Sexual & General Health


Skin cancer

A guy sunbathingAs the summer finally arrives, so does SKIN Cancer!

Skin cancer is the second most common cancer in Britain today with more than 80,000 new cases reported each year.

The incidence of skin cancer is rapidly rising in the 18-39 age group. Caught early enough, it is also one of the most curable. Broadly speaking, skin cancer can be divided into two groups: malignant melanoma, which is rare, but the most serious, and non-melanoma skin cancer, which covers the more common and less dangerous basal cell carcinoma and squamous cell carcinoma.

Malignant melanoma is potentially life-threatening and can spread to other sites or organs in the body. The non-melanoma skin cancers are rarely fatal, but still need to be treated as early as possible otherwise they can grow and disfigure. Sunshine is the single most important causative factor for all skin cancers making it essential that everyone, especially babies and young children, are adequately protected against the sun's harmful UV rays by covering up and applying a sunscreen with an SPF of at least 30 with a four or five star rating. Fair skinned people are the most at risk group of developing malignant melanoma.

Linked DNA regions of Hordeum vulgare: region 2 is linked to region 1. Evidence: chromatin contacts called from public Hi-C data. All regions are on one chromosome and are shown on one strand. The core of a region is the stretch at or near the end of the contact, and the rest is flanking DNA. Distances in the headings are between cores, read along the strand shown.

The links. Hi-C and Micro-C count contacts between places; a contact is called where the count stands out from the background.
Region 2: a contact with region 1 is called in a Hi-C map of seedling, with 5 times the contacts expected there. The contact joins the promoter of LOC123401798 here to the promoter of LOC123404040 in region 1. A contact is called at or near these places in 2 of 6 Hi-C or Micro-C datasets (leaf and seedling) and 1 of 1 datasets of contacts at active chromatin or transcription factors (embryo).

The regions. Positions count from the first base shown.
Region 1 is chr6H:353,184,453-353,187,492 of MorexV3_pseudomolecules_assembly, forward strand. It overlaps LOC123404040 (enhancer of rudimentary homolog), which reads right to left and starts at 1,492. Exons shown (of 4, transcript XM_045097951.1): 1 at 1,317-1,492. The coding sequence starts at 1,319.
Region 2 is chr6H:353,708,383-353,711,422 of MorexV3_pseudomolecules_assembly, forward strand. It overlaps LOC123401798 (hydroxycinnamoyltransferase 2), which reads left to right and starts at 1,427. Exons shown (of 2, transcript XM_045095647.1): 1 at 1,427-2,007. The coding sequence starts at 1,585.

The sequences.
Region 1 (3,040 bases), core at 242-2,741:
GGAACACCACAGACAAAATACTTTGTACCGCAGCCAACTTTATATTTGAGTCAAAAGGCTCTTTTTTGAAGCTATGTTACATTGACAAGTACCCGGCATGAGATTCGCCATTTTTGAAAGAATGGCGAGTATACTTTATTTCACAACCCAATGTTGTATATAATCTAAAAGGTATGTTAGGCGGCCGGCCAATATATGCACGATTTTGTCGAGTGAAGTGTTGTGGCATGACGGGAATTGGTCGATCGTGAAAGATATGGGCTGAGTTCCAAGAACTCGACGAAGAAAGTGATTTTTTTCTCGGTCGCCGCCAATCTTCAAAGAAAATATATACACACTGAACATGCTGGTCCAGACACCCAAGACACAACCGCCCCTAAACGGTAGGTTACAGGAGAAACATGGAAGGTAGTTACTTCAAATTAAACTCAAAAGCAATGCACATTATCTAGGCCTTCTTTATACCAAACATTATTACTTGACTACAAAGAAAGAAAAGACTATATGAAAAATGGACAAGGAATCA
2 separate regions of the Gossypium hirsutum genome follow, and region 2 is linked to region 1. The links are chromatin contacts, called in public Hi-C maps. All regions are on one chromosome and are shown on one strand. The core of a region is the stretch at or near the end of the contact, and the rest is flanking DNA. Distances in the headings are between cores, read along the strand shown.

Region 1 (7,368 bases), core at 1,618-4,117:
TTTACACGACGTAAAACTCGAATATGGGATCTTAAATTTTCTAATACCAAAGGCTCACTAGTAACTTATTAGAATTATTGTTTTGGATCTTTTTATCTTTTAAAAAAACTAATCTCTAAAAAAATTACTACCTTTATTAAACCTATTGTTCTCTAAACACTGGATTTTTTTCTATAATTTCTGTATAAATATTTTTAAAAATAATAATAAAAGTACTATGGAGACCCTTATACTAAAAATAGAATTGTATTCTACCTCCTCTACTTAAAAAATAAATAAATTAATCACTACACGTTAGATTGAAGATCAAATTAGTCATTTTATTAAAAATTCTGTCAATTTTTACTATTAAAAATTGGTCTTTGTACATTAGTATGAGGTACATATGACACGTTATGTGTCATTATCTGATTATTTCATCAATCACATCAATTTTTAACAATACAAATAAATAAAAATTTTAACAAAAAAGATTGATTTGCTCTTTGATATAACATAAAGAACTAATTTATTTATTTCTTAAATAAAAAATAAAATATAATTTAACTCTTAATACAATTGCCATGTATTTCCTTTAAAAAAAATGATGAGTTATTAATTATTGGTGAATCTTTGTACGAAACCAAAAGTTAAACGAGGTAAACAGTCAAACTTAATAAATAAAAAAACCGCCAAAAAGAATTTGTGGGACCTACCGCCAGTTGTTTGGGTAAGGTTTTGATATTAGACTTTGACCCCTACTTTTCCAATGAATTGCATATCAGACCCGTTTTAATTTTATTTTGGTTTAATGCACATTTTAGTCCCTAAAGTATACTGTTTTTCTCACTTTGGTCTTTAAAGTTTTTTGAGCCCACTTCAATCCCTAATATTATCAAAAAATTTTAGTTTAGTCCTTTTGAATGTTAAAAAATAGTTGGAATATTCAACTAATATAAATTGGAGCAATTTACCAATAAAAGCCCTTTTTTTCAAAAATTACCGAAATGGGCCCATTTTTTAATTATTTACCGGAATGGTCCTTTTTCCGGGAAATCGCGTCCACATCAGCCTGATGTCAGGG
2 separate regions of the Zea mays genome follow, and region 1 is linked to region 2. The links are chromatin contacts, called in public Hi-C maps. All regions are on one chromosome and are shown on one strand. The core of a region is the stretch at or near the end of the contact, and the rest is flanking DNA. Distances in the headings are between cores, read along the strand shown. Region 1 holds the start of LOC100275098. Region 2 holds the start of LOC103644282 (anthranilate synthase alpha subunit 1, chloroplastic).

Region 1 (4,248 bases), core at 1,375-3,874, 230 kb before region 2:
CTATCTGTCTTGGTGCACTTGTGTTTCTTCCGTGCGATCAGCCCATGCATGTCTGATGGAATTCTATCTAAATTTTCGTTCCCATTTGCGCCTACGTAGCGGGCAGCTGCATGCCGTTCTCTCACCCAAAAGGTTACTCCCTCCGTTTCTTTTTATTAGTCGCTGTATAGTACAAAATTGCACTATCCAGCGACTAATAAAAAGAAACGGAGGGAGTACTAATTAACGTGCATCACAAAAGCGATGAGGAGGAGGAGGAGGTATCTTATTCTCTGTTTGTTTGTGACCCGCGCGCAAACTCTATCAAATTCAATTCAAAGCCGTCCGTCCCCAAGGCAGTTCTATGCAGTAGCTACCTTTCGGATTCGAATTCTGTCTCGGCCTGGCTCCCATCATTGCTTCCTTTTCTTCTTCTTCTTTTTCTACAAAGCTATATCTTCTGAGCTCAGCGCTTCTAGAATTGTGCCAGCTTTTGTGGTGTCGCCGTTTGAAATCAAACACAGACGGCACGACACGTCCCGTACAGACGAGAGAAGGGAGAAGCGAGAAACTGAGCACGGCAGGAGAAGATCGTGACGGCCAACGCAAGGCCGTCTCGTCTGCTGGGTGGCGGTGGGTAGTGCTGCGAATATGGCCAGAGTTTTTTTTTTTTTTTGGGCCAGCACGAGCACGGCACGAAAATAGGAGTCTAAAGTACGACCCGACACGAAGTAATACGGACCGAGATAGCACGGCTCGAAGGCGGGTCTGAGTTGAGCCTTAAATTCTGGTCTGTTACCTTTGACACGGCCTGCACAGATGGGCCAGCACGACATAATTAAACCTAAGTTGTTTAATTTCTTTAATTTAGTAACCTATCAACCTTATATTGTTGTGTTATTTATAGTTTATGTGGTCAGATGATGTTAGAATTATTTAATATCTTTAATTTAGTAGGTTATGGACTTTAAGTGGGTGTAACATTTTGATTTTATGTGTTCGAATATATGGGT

The increase in skin cancers in Britain has been linked with the desire to have a tan, with repeat sunburn, fair skin types and genetic factors, such as the number of moles.

Watch out for abnormal skins lesions, especially sores that take more than a few weeks to heal, and for moles which change colour, shape or size or become itchy and bleed. If in doubt, see your doctor.

Mark Castle-Woodhams - July 2008